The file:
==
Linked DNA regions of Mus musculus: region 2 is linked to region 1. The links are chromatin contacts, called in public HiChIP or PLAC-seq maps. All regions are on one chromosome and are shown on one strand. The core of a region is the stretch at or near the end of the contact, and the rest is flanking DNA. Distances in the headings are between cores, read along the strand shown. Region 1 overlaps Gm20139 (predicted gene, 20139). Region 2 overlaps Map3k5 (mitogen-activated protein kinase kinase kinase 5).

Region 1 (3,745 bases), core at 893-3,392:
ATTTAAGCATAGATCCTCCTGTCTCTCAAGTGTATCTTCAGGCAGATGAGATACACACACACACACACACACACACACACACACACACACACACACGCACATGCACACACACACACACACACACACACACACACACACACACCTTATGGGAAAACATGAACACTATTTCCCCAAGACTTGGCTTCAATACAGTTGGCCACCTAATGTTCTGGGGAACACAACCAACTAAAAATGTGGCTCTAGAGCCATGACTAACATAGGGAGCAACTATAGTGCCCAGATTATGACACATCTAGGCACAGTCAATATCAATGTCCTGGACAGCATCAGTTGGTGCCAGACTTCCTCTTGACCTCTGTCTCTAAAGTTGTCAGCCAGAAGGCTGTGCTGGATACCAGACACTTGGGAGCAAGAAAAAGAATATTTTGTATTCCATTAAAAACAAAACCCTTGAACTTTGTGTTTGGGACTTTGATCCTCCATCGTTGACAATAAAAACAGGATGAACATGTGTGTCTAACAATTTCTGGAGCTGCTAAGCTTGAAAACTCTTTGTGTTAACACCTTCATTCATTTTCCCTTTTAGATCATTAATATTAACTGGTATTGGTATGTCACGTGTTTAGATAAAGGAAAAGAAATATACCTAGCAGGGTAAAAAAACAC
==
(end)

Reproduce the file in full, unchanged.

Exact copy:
Linked DNA regions of Mus musculus: region 2 is linked to region 1. The links are chromatin contacts, called in public HiChIP or PLAC-seq maps. All regions are on one chromosome and are shown on one strand. The core of a region is the stretch at or near the end of the contact, and the rest is flanking DNA. Distances in the headings are between cores, read along the strand shown. Region 1 overlaps Gm20139 (predicted gene, 20139). Region 2 overlaps Map3k5 (mitogen-activated protein kinase kinase kinase 5).

Region 1 (3,745 bases), core at 893-3,392:
ATTTAAGCATAGATCCTCCTGTCTCTCAAGTGTATCTTCAGGCAGATGAGATACACACACACACACACACACACACACACACACACACACACACACGCACATGCACACACACACACACACACACACACACACACACACACACCTTATGGGAAAACATGAACACTATTTCCCCAAGACTTGGCTTCAATACAGTTGGCCACCTAATGTTCTGGGGAACACAACCAACTAAAAATGTGGCTCTAGAGCCATGACTAACATAGGGAGCAACTATAGTGCCCAGATTATGACACATCTAGGCACAGTCAATATCAATGTCCTGGACAGCATCAGTTGGTGCCAGACTTCCTCTTGACCTCTGTCTCTAAAGTTGTCAGCCAGAAGGCTGTGCTGGATACCAGACACTTGGGAGCAAGAAAAAGAATATTTTGTATTCCATTAAAAACAAAACCCTTGAACTTTGTGTTTGGGACTTTGATCCTCCATCGTTGACAATAAAAACAGGATGAACATGTGTGTCTAACAATTTCTGGAGCTGCTAAGCTTGAAAACTCTTTGTGTTAACACCTTCATTCATTTTCCCTTTTAGATCATTAATATTAACTGGTATTGGTATGTCACGTGTTTAGATAAAGGAAAAGAAATATACCTAGCAGGGTAAAAAAACAC